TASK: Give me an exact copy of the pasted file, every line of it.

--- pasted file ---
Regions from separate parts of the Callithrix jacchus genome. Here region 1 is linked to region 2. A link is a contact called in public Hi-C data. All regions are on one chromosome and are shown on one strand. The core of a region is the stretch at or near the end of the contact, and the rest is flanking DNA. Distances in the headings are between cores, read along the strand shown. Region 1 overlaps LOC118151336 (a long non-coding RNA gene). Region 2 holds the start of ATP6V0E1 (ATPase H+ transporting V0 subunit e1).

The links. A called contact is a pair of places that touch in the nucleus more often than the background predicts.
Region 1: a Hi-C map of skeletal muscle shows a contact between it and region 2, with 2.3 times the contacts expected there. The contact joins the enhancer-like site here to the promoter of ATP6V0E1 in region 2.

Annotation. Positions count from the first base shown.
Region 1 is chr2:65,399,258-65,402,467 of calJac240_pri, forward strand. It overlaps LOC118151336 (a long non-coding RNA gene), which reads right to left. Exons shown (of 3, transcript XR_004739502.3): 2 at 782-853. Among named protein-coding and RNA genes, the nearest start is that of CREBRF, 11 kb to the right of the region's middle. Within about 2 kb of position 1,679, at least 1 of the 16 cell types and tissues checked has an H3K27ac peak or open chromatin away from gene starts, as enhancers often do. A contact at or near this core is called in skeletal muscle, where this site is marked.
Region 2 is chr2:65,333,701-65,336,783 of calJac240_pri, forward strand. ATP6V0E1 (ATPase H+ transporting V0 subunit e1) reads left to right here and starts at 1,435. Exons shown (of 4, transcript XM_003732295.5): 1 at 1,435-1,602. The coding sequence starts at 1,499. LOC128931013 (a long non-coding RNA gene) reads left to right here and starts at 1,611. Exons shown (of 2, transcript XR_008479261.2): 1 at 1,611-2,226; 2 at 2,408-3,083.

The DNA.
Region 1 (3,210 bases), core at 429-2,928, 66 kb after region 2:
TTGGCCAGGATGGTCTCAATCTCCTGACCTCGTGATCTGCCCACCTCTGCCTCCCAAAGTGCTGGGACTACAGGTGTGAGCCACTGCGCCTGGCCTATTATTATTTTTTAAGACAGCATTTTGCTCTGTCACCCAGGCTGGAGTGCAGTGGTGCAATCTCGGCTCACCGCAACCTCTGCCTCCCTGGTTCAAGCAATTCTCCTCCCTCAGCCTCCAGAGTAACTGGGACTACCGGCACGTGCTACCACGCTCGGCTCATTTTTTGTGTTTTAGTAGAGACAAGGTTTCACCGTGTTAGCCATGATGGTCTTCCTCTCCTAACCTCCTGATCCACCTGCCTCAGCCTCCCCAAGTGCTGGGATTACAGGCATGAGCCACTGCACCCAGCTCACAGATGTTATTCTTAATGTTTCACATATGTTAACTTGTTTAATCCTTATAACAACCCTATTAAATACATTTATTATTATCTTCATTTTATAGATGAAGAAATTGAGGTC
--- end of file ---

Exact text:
Regions from separate parts of the Callithrix jacchus genome. Here region 1 is linked to region 2. A link is a contact called in public Hi-C data. All regions are on one chromosome and are shown on one strand. The core of a region is the stretch at or near the end of the contact, and the rest is flanking DNA. Distances in the headings are between cores, read along the strand shown. Region 1 overlaps LOC118151336 (a long non-coding RNA gene). Region 2 holds the start of ATP6V0E1 (ATPase H+ transporting V0 subunit e1).

The links. A called contact is a pair of places that touch in the nucleus more often than the background predicts.
Region 1: a Hi-C map of skeletal muscle shows a contact between it and region 2, with 2.3 times the contacts expected there. The contact joins the enhancer-like site here to the promoter of ATP6V0E1 in region 2.

Annotation. Positions count from the first base shown.
Region 1 is chr2:65,399,258-65,402,467 of calJac240_pri, forward strand. It overlaps LOC118151336 (a long non-coding RNA gene), which reads right to left. Exons shown (of 3, transcript XR_004739502.3): 2 at 782-853. Among named protein-coding and RNA genes, the nearest start is that of CREBRF, 11 kb to the right of the region's middle. Within about 2 kb of position 1,679, at least 1 of the 16 cell types and tissues checked has an H3K27ac peak or open chromatin away from gene starts, as enhancers often do. A contact at or near this core is called in skeletal muscle, where this site is marked.
Region 2 is chr2:65,333,701-65,336,783 of calJac240_pri, forward strand. ATP6V0E1 (ATPase H+ transporting V0 subunit e1) reads left to right here and starts at 1,435. Exons shown (of 4, transcript XM_003732295.5): 1 at 1,435-1,602. The coding sequence starts at 1,499. LOC128931013 (a long non-coding RNA gene) reads left to right here and starts at 1,611. Exons shown (of 2, transcript XR_008479261.2): 1 at 1,611-2,226; 2 at 2,408-3,083.

The DNA.
Region 1 (3,210 bases), core at 429-2,928, 66 kb after region 2:
TTGGCCAGGATGGTCTCAATCTCCTGACCTCGTGATCTGCCCACCTCTGCCTCCCAAAGTGCTGGGACTACAGGTGTGAGCCACTGCGCCTGGCCTATTATTATTTTTTAAGACAGCATTTTGCTCTGTCACCCAGGCTGGAGTGCAGTGGTGCAATCTCGGCTCACCGCAACCTCTGCCTCCCTGGTTCAAGCAATTCTCCTCCCTCAGCCTCCAGAGTAACTGGGACTACCGGCACGTGCTACCACGCTCGGCTCATTTTTTGTGTTTTAGTAGAGACAAGGTTTCACCGTGTTAGCCATGATGGTCTTCCTCTCCTAACCTCCTGATCCACCTGCCTCAGCCTCCCCAAGTGCTGGGATTACAGGCATGAGCCACTGCACCCAGCTCACAGATGTTATTCTTAATGTTTCACATATGTTAACTTGTTTAATCCTTATAACAACCCTATTAAATACATTTATTATTATCTTCATTTTATAGATGAAGAAATTGAGGTC